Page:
The support for Boston was great to see. Many people wearing the blue and yellow of the BAA, or like me, had memorial bibs with slogans like “Boston Strong” on the back. One woman had “All in for Boston” written on the backs of her legs.
As we closed out mile 9 on a nice long downhill, I could hear the Taiko drummers at the base of Hurricane Point. I felt like we were all on some kind of death march. The relay runners at the exchange point here were cheering us on, but it felt more like the crowd cheering gladiators on their way into the arena. I tried to psych myself up for what was about to happen. At this point, you just try to take it easy, shorten your stride and put your head down. The next two miles on this hill were, as you would imagine…grueling. The view from the top was unreal. Somehow, I felt that God would be pissed off if we ran past all of that natural beauty and were so focused on the race that we didn’t appreciate it…so I did my best to focus on that and not the pain in my quads and calves. The blue waves of the Pacific crashing into the shoreline and the pristine coast rising and falling in the distance made for quite a scene. We were rewarded with a nice downhill (not too fast) and then crossed the iconic Bixby Bridge and then the halfway mark.
At this point I was still running 8:08 and feeling very good. I made a few pit stops as needed. It was during mile 14 that I was chatting with a guy who had run Big Sur several times. I asked him for tips for the rest of the course. He said that there were “rolling hills from here on in.” Turns out that “rolling hills” means some of the toughest hills you will ever run during the second half of a marathon that just had you summit a 2 mile climb. If I had to liken this marathon to another sport, it would be prize fighting. It’s you against the course and just when you think you are feeling all right…boom! It hits you with a body blow. And then another. And another. And another. There were so many hills over the last few miles that I lost count. All I can say is that my pace was no longer 8:08. I took my time when I had to.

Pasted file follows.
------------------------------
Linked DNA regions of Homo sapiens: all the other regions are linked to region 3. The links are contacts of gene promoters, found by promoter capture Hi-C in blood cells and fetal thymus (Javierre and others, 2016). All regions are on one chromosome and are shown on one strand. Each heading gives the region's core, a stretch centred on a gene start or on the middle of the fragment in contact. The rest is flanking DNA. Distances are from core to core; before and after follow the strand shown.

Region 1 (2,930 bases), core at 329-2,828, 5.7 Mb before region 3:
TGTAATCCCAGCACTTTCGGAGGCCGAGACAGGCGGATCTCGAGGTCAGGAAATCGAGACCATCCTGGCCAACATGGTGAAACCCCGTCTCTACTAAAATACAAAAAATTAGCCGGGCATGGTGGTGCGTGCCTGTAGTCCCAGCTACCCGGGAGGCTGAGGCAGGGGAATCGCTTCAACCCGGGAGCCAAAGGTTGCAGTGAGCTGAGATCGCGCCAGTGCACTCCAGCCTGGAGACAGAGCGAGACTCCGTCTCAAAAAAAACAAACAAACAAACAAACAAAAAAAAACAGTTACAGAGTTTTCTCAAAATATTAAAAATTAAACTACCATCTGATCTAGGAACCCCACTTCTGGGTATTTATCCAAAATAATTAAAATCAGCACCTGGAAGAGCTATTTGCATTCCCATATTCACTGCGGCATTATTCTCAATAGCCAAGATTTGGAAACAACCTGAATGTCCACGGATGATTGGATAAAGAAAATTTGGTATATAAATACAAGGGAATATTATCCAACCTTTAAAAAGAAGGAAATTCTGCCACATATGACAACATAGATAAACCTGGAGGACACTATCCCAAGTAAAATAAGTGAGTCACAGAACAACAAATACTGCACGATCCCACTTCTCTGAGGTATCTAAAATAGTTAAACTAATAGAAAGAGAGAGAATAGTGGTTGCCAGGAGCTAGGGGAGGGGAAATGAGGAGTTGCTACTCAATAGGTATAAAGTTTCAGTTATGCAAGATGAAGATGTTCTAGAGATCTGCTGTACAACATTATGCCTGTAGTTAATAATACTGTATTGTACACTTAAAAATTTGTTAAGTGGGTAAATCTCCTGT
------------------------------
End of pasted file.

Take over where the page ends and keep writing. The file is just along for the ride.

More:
By the time I got to mile 24, I felt like I had nothing left to give. I had no more energy gels left and I was out of Gatorade too. At this point I had really slowed and then a small woman all of about 5 feet tall came running past me on my right. As she did so, she must have seen the Boston Strong bib on my back and she patted me on the back and said, “Come on Boston, we’re almost there.” Well, suffice it to say that woman’s words got me to the end of that race. I had all the energy I needed at that point.
I have never been more excited to see a finish line in any race I’ve done before. Crossing that line was a truly great feeling. I finished in 3:48:45. This was about 9 minutes slower than my personal best, but considering they tell you to add 15 to 20 minutes to your best marathon time at Big Sur, I was very satisfied.
I was sore and exhausted but somehow I felt fantastic. Maybe it was the beer at the finish line? We drove back to the hotel and I had a much-needed shower before we went out for a celebratory cheeseburger and beer.
Back at the hotel, I hung out in the hot tub with some great marathoners from Chicago, as we traded notes on the race and running in general. We all decided that even though an ice bath was probably a better idea from a recovery standpoint, the hot tub was too good to pass up.
Big Sur was definitely one of the greatest outdoor experiences of my life. It was also one of the most challenging experiences I’ve ever had. The 2013 Marine Corps Marathon is next on my horizon in October.
I’ll leave you with one this parting thought: I used to think that running a marathon was difficult (and it is), but then I ran Big Sur and found out what difficult really means. I can’t wait to sign up for next year’s race and see if I have what it takes to go 26.2 rounds with Big Sur again.